Garden Clippings for December 15, 2018
For some unexplainable reason, everybody likes the look of a Weeping False Cypress. Well, almost.
Weeping False Cypress has limbs that droop so sadly that they are apt to put you in a sombre mood. All other, more normal conifers stand upright and display confidence and vitality. But Weeping False Cypress defies the odds with its own style and personality. I suppose that’s why people like them.
Weeping False Cypress is among a myriad of conifers that have been concocted in a lab. Within the horticulture industry plant breeders are constantly on the hunt for new varieties with unique features. As a result, we have oodles of conifers that are skinny, weeping, short, dark, yellow, blue, round, or any combination of the above.
Truth is, in Canada we only have a handful of truly native conifers that have grown on their own, without interference from horticulturists. White Pine, White Cedar, White Spruce, Balsam Fir, Eastern Red Cedar and Red Pine are among the few that are indigenous to Ontario. The many varieties of Yews, Boxwood, Juniper, Cypress and Spruce that we use in our home landscapes are in large part spin-offs of the original native plants or have been imported from across the ocean.
Weeping False Cypress grows tall, reaching about 10 to 15 metres with width of nearly 5 metres. They are often planted in clusters of 3, because when solo, they might appear too lanky or Charlie Brown in appearance. Weeping False Cypress wants to grow in full sun, in soil that is well drained. Avoid planting too deep or in heavy clay soil.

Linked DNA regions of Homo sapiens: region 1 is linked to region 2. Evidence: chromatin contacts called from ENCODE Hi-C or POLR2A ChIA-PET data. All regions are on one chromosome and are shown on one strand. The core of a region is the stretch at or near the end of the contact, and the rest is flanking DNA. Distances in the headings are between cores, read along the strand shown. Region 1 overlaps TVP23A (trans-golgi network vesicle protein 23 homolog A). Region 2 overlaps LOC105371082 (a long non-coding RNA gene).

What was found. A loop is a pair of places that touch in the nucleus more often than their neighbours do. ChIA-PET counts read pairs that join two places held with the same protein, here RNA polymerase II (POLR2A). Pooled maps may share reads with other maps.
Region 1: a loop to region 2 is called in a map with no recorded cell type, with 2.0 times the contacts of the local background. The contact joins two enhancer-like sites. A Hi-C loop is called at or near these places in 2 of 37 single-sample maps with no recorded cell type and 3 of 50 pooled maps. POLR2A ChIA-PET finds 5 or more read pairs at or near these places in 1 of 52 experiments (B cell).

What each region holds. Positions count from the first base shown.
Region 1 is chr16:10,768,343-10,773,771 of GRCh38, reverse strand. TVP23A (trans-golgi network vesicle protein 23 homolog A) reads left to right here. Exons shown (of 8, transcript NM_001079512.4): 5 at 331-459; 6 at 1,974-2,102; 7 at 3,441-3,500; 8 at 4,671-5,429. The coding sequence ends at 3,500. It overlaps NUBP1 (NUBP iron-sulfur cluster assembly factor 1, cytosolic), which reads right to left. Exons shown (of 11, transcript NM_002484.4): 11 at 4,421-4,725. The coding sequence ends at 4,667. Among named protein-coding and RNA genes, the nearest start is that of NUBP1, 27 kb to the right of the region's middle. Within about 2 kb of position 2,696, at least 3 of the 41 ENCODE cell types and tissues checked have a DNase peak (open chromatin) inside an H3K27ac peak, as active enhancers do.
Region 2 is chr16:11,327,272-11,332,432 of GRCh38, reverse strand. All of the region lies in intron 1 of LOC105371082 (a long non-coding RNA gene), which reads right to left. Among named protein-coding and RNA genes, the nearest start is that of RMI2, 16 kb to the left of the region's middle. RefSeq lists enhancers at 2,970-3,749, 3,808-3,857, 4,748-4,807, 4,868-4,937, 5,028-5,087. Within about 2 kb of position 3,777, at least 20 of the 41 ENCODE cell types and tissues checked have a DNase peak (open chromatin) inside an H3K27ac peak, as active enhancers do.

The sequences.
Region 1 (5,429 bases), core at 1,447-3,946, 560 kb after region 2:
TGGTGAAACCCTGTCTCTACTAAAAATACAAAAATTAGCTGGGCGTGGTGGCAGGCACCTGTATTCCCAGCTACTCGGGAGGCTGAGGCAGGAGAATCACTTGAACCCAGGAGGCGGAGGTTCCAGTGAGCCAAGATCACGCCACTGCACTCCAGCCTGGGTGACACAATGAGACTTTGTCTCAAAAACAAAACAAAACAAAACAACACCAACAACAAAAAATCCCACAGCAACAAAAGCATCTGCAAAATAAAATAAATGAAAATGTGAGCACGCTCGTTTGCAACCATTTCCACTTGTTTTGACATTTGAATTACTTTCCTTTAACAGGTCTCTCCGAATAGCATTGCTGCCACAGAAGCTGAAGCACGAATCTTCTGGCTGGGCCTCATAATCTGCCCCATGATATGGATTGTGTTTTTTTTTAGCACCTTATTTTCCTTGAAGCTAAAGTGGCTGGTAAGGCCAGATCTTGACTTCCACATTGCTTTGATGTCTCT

Yews and Boxwood are staples in the home garden. it would be rare for me to design a home landscape without these versatile evergreens. Hicks Yew grows tallish and dense, making it ideal for a hedge. Fairview and Dense Yew are compact growers, perfect for low foundation plantings. Emerald Spreader Yew grows slowly, rarely growing more than half a metre of height.
The family of Boxwood is a well-behaved group of plants that remain tidy and are easy to prune into a low hedge or mounded individual plant. Green Mound Boxwood has strong dark green colour and grows to become a mound that is slightly higher than wide. Green Mountain Boxwood is similar, but with a pointed conical shape. Both Boxwood and Yews grow equally well in shade or sun.
Pines have expanded into so many varieties that no one can keep track of. Weeping White Pine is quite sizable with swooping pendulous branches growing eerily similar to Weeping False Cypress. Mugho Pine is popular because of its low and compact growth habit. Prune it lightly each spring and you will have a wonderful dwarf mounded evergreen.
Bird’s Nest Spruce is another favorite for foundation plantings because of its slow growth, bright green spring growth in and compact, tidy shape. Weeping White Spruce is a tall, narrow grower with unique weeping limbs. Weeping Norway Spruce is one of my favorites. Once it achieves maturity it spreads its limbs over the ground with magnificent form.